NIH Record - National Institutes of Health

Trainee Writes Children’s Book About Viruses

Hannah Margolis
Hannah Margolis

Most of us rarely think about viruses until these microscopic nuisances upend our lives. These past few months have been fraught with confusion and frustration and, as the Covid-19 pandemic rages on, we continue grappling with uncertainties. It’s hard enough for adults to make sense of it all, let alone explaining it to children.

For kids wondering why their school shut down, why everyone is suddenly wearing masks and why they can’t hug grandma, there’s a new resource. Hannah Margolis, a 2020 Dartmouth College graduate who’s now a postbaccalaureate fellow at NIH, has written a children’s book titled What Is a Virus?, available for free online. 

“When the pandemic started, I was very frustrated because my school shut down and I knew all these other schools were shutting down as well. So, there were all these kids and families stuck at home who might not necessarily understand why,” said Margolis, who wrote the book as a positive outlet for her frustration in between finishing her Dartmouth coursework remotely.

“I think a lot of the problems we’ve had in the U.S. with people not wearing masks or washing their hands or following other scientific guidelines are partially because people just don’t understand where the advice is coming from, and that makes [covid] really hard to combat. Because you can’t see a virus, it’s really difficult to convince people it’s there.”

Cover of online children's book, titled, "What is a Virus," features a large spiky drawing of a coronavirus.
Cover of Margolis’s online children’s book shows the spiky coronavirus.

Photo:  Credit Emily Morin

In the book, illustrated by Dartmouth classmate Emily Morin, Margolis explains how a virus makes us sick and how our bodies can fight back even better if we take care of ourselves. She devoted three pages to proper handwashing. In the colorful spread, she explained that soap destroys the protein and fat outer layer of the virus so it can no longer infect cells.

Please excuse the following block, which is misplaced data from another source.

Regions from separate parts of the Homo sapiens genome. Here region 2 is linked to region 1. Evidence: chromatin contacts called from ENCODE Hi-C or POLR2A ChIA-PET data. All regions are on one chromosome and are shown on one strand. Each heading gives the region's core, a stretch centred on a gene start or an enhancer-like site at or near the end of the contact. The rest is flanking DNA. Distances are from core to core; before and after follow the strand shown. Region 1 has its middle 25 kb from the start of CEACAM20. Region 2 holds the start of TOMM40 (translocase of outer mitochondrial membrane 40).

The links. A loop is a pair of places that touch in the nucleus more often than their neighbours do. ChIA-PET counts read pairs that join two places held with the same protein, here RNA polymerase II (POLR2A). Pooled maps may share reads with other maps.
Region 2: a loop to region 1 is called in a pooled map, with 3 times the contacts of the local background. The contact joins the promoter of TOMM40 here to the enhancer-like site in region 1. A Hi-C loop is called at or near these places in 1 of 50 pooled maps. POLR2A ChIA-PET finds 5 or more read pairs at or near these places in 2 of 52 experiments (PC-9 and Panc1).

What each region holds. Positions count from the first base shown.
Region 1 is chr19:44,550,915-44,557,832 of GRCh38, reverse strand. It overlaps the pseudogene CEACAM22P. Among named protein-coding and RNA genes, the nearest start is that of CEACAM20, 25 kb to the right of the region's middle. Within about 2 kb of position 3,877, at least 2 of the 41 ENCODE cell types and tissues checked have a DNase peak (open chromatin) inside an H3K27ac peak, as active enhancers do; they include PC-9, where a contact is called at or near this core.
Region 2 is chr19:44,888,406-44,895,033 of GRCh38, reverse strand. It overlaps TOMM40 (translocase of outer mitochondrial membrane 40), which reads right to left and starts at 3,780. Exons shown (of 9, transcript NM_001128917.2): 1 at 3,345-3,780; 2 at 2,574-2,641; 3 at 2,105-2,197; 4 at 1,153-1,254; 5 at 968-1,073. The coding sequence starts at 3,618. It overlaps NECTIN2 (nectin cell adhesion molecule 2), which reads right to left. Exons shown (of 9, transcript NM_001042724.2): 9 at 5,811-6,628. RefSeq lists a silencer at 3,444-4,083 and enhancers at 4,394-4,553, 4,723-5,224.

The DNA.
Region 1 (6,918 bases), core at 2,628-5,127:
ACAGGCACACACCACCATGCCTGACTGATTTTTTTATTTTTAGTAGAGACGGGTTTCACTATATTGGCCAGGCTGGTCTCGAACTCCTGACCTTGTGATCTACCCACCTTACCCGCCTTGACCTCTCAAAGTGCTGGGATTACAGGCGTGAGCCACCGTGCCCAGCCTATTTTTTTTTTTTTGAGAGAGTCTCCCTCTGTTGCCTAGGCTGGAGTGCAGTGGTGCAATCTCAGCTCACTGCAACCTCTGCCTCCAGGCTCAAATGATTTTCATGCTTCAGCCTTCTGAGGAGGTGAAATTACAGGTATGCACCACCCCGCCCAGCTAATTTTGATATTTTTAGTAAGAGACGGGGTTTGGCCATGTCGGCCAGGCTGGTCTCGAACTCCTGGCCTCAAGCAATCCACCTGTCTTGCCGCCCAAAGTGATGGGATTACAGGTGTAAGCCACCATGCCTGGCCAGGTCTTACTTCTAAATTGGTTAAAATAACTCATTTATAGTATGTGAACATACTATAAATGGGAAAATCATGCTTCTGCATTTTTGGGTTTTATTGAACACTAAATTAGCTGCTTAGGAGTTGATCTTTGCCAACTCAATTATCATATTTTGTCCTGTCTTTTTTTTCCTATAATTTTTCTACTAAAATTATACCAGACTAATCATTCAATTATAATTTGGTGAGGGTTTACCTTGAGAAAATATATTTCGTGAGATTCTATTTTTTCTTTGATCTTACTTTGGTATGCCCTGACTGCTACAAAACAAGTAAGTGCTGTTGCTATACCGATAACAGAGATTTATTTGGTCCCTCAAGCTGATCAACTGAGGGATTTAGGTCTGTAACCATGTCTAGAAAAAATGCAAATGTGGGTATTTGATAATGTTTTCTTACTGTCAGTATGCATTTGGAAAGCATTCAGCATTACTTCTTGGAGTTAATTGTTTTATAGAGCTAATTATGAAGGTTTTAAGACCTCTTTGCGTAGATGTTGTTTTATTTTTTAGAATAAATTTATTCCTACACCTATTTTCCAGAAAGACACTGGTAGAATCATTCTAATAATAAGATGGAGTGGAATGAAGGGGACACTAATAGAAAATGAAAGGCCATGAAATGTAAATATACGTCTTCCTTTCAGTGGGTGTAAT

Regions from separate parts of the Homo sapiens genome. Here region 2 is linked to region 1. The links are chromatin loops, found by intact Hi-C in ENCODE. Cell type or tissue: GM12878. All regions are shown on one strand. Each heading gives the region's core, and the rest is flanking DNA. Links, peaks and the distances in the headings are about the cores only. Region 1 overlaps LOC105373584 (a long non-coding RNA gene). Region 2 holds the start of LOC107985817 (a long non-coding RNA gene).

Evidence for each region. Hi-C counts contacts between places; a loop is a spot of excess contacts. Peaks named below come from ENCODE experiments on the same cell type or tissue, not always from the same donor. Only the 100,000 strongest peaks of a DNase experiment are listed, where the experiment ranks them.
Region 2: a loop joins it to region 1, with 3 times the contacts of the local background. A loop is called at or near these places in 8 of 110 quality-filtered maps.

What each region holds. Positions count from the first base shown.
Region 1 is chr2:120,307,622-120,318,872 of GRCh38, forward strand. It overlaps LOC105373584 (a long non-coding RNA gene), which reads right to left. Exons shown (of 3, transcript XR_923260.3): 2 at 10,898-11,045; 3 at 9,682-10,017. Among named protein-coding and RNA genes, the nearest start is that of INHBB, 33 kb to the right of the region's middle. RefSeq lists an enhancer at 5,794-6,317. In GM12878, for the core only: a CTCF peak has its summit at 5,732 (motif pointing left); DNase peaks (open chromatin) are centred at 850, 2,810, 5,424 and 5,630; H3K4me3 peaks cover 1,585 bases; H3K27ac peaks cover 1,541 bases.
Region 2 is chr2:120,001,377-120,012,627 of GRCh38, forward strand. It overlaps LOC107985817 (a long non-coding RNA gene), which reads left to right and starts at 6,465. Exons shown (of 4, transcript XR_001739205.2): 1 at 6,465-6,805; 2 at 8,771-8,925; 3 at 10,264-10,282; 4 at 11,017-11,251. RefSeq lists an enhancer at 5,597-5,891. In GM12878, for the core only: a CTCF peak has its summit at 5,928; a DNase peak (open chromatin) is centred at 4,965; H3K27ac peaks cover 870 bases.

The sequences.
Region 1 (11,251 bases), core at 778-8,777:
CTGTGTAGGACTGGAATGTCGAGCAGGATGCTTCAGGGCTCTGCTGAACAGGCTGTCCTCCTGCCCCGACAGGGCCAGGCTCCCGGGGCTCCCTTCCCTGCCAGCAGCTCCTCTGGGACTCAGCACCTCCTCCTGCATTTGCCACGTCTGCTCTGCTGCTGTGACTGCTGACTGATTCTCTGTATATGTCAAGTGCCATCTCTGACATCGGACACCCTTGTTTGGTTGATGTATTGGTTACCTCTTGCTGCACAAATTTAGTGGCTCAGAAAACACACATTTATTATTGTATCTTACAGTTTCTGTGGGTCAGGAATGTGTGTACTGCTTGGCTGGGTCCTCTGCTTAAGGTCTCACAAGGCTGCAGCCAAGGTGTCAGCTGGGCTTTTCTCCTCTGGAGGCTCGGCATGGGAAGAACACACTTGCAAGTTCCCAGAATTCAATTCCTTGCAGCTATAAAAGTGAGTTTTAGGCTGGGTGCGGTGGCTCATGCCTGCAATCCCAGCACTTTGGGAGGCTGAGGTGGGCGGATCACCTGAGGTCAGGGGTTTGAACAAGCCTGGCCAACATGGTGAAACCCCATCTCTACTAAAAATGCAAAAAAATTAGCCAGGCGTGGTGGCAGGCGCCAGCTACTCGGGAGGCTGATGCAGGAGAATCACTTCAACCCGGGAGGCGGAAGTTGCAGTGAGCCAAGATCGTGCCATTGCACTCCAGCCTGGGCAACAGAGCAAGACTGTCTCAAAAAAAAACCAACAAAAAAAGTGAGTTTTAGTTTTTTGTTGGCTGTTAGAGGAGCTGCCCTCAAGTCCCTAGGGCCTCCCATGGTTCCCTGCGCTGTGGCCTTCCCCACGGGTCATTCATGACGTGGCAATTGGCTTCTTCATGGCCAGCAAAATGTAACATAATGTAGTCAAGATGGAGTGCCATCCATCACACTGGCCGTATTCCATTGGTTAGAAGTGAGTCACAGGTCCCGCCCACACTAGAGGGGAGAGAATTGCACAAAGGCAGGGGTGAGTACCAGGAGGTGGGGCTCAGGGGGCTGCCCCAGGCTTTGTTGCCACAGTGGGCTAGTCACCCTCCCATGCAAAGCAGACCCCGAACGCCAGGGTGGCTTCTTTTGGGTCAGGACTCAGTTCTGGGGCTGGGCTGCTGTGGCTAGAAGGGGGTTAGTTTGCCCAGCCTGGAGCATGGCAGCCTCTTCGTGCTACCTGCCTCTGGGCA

“Knowing some basic science can really go a long way to help reinforce the safety standards we need to slow down infection rates and get things back to normal,” she said.

Margolis hopes her book will inform people of all ages. She wrote it with younger kids in mind but included informative sidebars—on SARS-CoV-2, DNA/RNA, the history of microscopes, the importance of vaccines—for the more inquisitive older kids. Parents may learn a few things too.

Page in the book showing 3 proteins docking onto cell receptors.
A page in Margolis's children's book explains how protein coats enable viruses to dock on your cells.

Photo:  Credit Emily Morin

The information “is not necessarily difficult to understand,” said Margolis. “It’s just stuff that you might not have heard since high school biology or maybe you didn’t learn it at all. Even as an adult, it can be helpful to have a basic refresher on viruses right now.”

Raised in a small town in Nevada, Margolis writes a regular guest column for her hometown paper, the Elko Daily Free Press. She wasn’t sure if people back home would be interested in the science behind the pandemic, but they were. 

“There’s been this incredible public outcry of people wanting to understand this information,” she said. Questions began pouring in, inspiring her to write a series on Covid-19, with topics ranging from wearing masks to herd immunity and her favorite science field, structural biology. 

A smiling Margolis poses next to lab equipment.
Margolis poses in a chemistry lab at Dartmouth College. Currently a postbac trainee in an NHLBI lab, she plans to pursue a career in scientific research.

Eager to do some lab work before applying to graduate school, Margolis arrived at NIH as an IRTA fellow and teamed up with Dr. Naoko Mizuno’s lab at NHLBI. The lab had moved to NIH from Germany in January, a few weeks before Covid-19 would suspend lab operations across NIH. Now, they’re busy setting up to get experiments underway. Although Margolis does not work on SARS-CoV-2, the tools and methods used in studying proteins could be applied to viruses.

“It’s really incredible. Proteins are smaller than a wavelength of light, yet they’re responsible for everything that keeps our bodies moving and healthy,” she said. “Being able to see them on a molecular level is very important right now. The structures of the SARS-CoV-2 viral protein are being used to help with drug targeting and trying to determine how to inactivate the virus.”

Margolis wants her book to convey that viruses can be scary, amazing and cool all at the same time.  

“I want kids to be excited by this stuff,” she said. Covid-19 “has real implications in the world and we need to take it seriously. But it’s also okay to sit back, enjoy the illustrations and think: virus structures are really cool-looking.” 

The free online book is available at  

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